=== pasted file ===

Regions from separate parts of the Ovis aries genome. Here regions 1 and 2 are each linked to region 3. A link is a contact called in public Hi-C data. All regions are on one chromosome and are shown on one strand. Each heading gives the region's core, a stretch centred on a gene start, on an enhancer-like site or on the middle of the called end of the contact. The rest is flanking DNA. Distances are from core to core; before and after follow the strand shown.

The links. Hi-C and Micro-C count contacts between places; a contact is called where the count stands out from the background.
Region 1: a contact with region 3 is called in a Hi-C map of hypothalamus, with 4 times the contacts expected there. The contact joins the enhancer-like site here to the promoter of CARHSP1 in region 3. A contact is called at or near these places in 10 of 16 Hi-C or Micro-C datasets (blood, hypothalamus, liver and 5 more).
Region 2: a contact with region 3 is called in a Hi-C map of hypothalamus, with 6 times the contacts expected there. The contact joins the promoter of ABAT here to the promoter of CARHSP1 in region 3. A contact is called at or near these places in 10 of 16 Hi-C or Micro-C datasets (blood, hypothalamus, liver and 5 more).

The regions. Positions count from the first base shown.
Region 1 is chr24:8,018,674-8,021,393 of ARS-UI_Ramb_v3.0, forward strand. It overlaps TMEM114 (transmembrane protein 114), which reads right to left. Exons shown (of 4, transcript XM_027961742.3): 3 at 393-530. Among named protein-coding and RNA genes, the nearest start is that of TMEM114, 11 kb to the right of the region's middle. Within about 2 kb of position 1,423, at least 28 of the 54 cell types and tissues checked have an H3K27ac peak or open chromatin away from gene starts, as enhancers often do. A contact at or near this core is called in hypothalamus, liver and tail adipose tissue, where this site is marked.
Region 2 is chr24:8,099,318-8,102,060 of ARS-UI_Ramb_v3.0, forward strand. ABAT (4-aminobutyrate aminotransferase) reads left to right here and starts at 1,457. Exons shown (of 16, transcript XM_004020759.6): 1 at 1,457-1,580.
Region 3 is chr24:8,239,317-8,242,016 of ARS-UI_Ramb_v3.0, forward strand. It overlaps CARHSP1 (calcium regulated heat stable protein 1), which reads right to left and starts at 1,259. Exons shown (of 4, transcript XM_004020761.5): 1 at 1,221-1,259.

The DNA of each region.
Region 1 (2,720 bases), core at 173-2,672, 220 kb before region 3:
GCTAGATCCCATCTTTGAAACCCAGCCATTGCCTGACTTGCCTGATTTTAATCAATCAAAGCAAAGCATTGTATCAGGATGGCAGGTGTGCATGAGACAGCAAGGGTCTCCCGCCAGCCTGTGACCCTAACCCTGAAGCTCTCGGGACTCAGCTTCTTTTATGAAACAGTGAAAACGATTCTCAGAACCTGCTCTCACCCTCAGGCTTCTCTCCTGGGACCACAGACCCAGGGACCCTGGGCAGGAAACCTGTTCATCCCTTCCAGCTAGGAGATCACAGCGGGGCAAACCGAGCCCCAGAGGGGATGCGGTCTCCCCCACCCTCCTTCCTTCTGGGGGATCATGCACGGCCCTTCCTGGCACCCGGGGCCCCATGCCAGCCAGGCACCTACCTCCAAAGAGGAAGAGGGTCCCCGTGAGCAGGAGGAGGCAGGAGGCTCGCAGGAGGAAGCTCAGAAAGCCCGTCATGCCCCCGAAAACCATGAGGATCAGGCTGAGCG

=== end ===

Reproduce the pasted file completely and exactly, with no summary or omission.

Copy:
Regions from separate parts of the Ovis aries genome. Here regions 1 and 2 are each linked to region 3. A link is a contact called in public Hi-C data. All regions are on one chromosome and are shown on one strand. Each heading gives the region's core, a stretch centred on a gene start, on an enhancer-like site or on the middle of the called end of the contact. The rest is flanking DNA. Distances are from core to core; before and after follow the strand shown.

The links. Hi-C and Micro-C count contacts between places; a contact is called where the count stands out from the background.
Region 1: a contact with region 3 is called in a Hi-C map of hypothalamus, with 4 times the contacts expected there. The contact joins the enhancer-like site here to the promoter of CARHSP1 in region 3. A contact is called at or near these places in 10 of 16 Hi-C or Micro-C datasets (blood, hypothalamus, liver and 5 more).
Region 2: a contact with region 3 is called in a Hi-C map of hypothalamus, with 6 times the contacts expected there. The contact joins the promoter of ABAT here to the promoter of CARHSP1 in region 3. A contact is called at or near these places in 10 of 16 Hi-C or Micro-C datasets (blood, hypothalamus, liver and 5 more).

The regions. Positions count from the first base shown.
Region 1 is chr24:8,018,674-8,021,393 of ARS-UI_Ramb_v3.0, forward strand. It overlaps TMEM114 (transmembrane protein 114), which reads right to left. Exons shown (of 4, transcript XM_027961742.3): 3 at 393-530. Among named protein-coding and RNA genes, the nearest start is that of TMEM114, 11 kb to the right of the region's middle. Within about 2 kb of position 1,423, at least 28 of the 54 cell types and tissues checked have an H3K27ac peak or open chromatin away from gene starts, as enhancers often do. A contact at or near this core is called in hypothalamus, liver and tail adipose tissue, where this site is marked.
Region 2 is chr24:8,099,318-8,102,060 of ARS-UI_Ramb_v3.0, forward strand. ABAT (4-aminobutyrate aminotransferase) reads left to right here and starts at 1,457. Exons shown (of 16, transcript XM_004020759.6): 1 at 1,457-1,580.
Region 3 is chr24:8,239,317-8,242,016 of ARS-UI_Ramb_v3.0, forward strand. It overlaps CARHSP1 (calcium regulated heat stable protein 1), which reads right to left and starts at 1,259. Exons shown (of 4, transcript XM_004020761.5): 1 at 1,221-1,259.

The DNA of each region.
Region 1 (2,720 bases), core at 173-2,672, 220 kb before region 3:
GCTAGATCCCATCTTTGAAACCCAGCCATTGCCTGACTTGCCTGATTTTAATCAATCAAAGCAAAGCATTGTATCAGGATGGCAGGTGTGCATGAGACAGCAAGGGTCTCCCGCCAGCCTGTGACCCTAACCCTGAAGCTCTCGGGACTCAGCTTCTTTTATGAAACAGTGAAAACGATTCTCAGAACCTGCTCTCACCCTCAGGCTTCTCTCCTGGGACCACAGACCCAGGGACCCTGGGCAGGAAACCTGTTCATCCCTTCCAGCTAGGAGATCACAGCGGGGCAAACCGAGCCCCAGAGGGGATGCGGTCTCCCCCACCCTCCTTCCTTCTGGGGGATCATGCACGGCCCTTCCTGGCACCCGGGGCCCCATGCCAGCCAGGCACCTACCTCCAAAGAGGAAGAGGGTCCCCGTGAGCAGGAGGAGGCAGGAGGCTCGCAGGAGGAAGCTCAGAAAGCCCGTCATGCCCCCGAAAACCATGAGGATCAGGCTGAGCG